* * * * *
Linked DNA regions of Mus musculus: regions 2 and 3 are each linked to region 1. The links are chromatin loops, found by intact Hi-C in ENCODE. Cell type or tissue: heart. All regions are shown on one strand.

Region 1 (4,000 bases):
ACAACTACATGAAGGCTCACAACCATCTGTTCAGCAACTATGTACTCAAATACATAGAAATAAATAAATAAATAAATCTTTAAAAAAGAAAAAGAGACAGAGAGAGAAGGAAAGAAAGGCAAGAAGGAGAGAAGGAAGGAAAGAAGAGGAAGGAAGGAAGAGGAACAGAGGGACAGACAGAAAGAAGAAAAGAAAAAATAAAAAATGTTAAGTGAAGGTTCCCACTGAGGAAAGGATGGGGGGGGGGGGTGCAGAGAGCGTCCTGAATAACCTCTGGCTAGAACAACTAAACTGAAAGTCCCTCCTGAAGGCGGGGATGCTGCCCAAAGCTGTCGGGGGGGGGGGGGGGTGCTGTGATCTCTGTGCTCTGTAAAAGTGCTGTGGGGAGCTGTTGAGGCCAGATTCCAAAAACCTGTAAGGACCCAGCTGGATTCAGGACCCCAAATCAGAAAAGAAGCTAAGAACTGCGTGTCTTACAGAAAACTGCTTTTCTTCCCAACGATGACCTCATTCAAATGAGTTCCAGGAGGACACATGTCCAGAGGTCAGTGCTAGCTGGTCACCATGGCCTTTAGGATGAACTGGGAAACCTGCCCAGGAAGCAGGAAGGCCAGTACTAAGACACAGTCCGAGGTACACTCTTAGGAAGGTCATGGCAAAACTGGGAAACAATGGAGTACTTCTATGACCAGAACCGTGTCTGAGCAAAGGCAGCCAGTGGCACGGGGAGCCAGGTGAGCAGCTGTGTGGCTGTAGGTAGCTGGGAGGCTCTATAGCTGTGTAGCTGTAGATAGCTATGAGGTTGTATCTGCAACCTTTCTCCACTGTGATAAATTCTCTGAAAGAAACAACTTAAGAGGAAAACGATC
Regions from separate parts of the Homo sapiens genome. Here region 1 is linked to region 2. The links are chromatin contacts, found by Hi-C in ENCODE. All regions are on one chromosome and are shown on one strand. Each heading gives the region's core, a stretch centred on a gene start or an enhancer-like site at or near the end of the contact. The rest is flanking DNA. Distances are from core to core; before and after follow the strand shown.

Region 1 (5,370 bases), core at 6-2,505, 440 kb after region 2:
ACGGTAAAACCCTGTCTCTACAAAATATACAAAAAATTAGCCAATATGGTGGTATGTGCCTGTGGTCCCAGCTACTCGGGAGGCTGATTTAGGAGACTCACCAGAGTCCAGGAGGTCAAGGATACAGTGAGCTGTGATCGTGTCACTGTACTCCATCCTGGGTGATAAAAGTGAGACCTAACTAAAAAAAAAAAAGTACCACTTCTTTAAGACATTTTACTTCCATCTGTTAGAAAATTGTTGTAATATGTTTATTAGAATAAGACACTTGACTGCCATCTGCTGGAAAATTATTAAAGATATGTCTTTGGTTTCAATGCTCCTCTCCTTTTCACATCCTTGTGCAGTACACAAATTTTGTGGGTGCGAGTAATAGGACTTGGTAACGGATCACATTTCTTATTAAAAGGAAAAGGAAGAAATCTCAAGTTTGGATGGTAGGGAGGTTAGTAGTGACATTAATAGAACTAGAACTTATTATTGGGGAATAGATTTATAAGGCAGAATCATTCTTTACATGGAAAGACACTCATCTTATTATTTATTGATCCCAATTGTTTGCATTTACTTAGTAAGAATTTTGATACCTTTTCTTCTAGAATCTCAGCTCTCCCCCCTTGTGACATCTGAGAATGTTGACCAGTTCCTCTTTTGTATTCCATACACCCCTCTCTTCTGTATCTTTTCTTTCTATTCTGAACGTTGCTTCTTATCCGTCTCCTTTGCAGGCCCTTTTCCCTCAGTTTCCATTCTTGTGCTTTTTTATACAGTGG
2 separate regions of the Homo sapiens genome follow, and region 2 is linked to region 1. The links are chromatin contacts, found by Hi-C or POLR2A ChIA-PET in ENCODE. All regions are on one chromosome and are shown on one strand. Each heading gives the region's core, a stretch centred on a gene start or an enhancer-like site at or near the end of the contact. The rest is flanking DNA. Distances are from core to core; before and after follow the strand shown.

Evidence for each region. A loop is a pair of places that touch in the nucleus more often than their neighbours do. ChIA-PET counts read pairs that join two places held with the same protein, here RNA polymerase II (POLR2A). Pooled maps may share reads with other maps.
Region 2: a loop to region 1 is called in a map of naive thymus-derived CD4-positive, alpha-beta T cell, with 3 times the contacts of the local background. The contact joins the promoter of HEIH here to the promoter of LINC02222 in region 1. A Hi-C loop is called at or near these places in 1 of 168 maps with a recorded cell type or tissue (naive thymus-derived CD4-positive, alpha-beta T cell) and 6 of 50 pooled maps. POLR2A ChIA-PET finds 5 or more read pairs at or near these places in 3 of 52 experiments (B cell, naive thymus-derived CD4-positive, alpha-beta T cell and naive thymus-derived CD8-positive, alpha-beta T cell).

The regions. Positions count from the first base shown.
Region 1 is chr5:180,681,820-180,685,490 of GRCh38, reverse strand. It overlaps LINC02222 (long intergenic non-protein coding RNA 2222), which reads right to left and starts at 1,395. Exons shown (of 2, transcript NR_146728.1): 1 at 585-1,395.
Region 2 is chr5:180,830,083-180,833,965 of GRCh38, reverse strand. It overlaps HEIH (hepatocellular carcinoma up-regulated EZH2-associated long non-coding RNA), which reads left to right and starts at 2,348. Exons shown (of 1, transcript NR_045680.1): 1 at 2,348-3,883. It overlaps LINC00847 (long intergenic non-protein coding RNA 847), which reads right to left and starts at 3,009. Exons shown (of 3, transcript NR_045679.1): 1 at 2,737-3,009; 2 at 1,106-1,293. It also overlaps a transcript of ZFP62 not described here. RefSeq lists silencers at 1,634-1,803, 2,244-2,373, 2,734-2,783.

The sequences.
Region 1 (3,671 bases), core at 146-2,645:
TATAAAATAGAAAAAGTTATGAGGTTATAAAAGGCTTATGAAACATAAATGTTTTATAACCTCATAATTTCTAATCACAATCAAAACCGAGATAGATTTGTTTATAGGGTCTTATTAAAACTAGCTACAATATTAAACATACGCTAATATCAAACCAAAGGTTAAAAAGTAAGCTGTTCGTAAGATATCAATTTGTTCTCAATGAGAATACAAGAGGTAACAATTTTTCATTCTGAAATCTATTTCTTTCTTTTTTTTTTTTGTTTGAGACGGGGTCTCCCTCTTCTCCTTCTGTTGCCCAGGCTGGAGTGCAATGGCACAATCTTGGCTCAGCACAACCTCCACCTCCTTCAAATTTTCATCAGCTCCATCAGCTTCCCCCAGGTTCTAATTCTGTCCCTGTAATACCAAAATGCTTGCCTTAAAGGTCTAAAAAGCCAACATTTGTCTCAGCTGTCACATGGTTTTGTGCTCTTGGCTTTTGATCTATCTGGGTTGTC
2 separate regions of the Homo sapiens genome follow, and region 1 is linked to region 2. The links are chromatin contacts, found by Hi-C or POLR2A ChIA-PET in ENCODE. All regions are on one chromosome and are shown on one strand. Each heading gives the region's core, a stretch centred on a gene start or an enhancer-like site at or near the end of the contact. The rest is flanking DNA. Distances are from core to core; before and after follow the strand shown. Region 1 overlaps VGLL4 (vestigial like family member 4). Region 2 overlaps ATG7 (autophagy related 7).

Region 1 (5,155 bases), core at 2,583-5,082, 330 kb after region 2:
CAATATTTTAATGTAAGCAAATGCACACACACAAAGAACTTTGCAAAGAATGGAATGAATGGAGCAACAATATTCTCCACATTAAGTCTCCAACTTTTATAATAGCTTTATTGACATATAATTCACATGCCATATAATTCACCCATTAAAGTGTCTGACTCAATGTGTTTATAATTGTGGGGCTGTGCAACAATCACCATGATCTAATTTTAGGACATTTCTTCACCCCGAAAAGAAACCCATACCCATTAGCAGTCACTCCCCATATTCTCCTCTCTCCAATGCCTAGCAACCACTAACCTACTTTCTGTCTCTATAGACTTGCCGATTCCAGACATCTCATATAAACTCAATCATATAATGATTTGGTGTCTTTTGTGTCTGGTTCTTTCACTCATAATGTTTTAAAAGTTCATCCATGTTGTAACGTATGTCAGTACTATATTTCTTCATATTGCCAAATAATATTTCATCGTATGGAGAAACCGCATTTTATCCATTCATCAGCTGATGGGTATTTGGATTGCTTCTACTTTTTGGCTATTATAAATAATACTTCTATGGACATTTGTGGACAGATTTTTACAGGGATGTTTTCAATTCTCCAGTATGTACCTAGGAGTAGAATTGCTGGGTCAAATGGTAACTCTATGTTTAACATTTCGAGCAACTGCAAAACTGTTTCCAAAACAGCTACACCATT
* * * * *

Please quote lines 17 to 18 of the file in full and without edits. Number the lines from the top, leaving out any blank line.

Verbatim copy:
Region 1 (5,155 bases), core at 2,583-5,082, 330 kb after region 2:
CAATATTTTAATGTAAGCAAATGCACACACACAAAGAACTTTGCAAAGAATGGAATGAATGGAGCAACAATATTCTCCACATTAAGTCTCCAACTTTTATAATAGCTTTATTGACATATAATTCACATGCCATATAATTCACCCATTAAAGTGTCTGACTCAATGTGTTTATAATTGTGGGGCTGTGCAACAATCACCATGATCTAATTTTAGGACATTTCTTCACCCCGAAAAGAAACCCATACCCATTAGCAGTCACTCCCCATATTCTCCTCTCTCCAATGCCTAGCAACCACTAACCTACTTTCTGTCTCTATAGACTTGCCGATTCCAGACATCTCATATAAACTCAATCATATAATGATTTGGTGTCTTTTGTGTCTGGTTCTTTCACTCATAATGTTTTAAAAGTTCATCCATGTTGTAACGTATGTCAGTACTATATTTCTTCATATTGCCAAATAATATTTCATCGTATGGAGAAACCGCATTTTATCCATTCATCAGCTGATGGGTATTTGGATTGCTTCTACTTTTTGGCTATTATAAATAATACTTCTATGGACATTTGTGGACAGATTTTTACAGGGATGTTTTCAATTCTCCAGTATGTACCTAGGAGTAGAATTGCTGGGTCAAATGGTAACTCTATGTTTAACATTTCGAGCAACTGCAAAACTGTTTCCAAAACAGCTACACCATT